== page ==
This report builds on a project that WSP undertook for Scottish Government in 2021/22 on Understanding the local economic impacts of natural capital investment.
Together with eftec, WSP looked at the economic benefits of committed, planned and investment gap spending to secure nature-related outcomes in Scotland by 2030.
The approach mapped the GFI outcome categories (e.g. clean water, protect and/or restore biodiversity, reduce flood risk) across different types of natural capital interventions (e.g. woodland creation and management, peatland restoration, regenerative agriculture) through desktop research and stakeholder engagement. These natural capital interventions allowed us to link environmental-economic activities, using Input-Output models and Standard Industrial Classification (SIC) codes identified in the previous study, to GFI outcome categories.
The study estimated that public and private investment forthcoming to address the GFI nature finance gap for Scotland (over the period 2022-2032) could be £12.5bn. Deploying this capital on nature restoration activities would generate an estimated output effect of £17bn into the Scottish economy, meaning every £1 invested in nature recovery would generate £1.35 for the economy.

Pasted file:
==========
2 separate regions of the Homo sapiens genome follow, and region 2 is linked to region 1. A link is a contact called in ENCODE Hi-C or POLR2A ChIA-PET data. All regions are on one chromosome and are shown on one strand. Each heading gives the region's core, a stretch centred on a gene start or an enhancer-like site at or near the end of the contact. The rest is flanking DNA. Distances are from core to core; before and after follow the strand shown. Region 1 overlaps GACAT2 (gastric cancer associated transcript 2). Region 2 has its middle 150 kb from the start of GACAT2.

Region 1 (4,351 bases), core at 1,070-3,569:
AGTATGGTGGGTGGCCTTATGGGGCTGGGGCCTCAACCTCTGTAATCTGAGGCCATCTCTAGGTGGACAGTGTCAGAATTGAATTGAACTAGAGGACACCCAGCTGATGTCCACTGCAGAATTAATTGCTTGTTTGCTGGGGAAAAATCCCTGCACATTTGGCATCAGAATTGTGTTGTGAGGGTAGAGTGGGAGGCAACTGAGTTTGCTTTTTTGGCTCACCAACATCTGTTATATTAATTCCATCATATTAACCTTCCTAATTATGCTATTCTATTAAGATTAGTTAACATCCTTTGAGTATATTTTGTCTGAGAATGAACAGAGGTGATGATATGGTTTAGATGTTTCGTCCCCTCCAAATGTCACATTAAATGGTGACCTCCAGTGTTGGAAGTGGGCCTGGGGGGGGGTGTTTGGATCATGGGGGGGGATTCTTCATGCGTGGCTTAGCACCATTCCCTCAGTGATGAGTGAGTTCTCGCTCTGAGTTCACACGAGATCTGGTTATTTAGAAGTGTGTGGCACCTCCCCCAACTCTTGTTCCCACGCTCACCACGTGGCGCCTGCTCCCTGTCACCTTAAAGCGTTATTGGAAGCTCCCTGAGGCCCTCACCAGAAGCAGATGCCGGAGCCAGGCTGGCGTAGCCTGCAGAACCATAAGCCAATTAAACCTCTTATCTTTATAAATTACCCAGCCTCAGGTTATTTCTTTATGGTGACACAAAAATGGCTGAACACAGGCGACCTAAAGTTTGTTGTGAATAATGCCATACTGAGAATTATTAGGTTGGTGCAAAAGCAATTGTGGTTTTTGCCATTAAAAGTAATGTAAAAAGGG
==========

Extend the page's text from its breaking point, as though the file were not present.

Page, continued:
In terms of jobs created, the potential economic impact of closing the £12.5bn nature finance gap investment could be around 146,000 direct and 197,000 direct and indirect jobs. The study also provided an indication of how these economic impacts could be distributed over time, based on the maturity of current, planned and future drivers and market enabling mechanisms.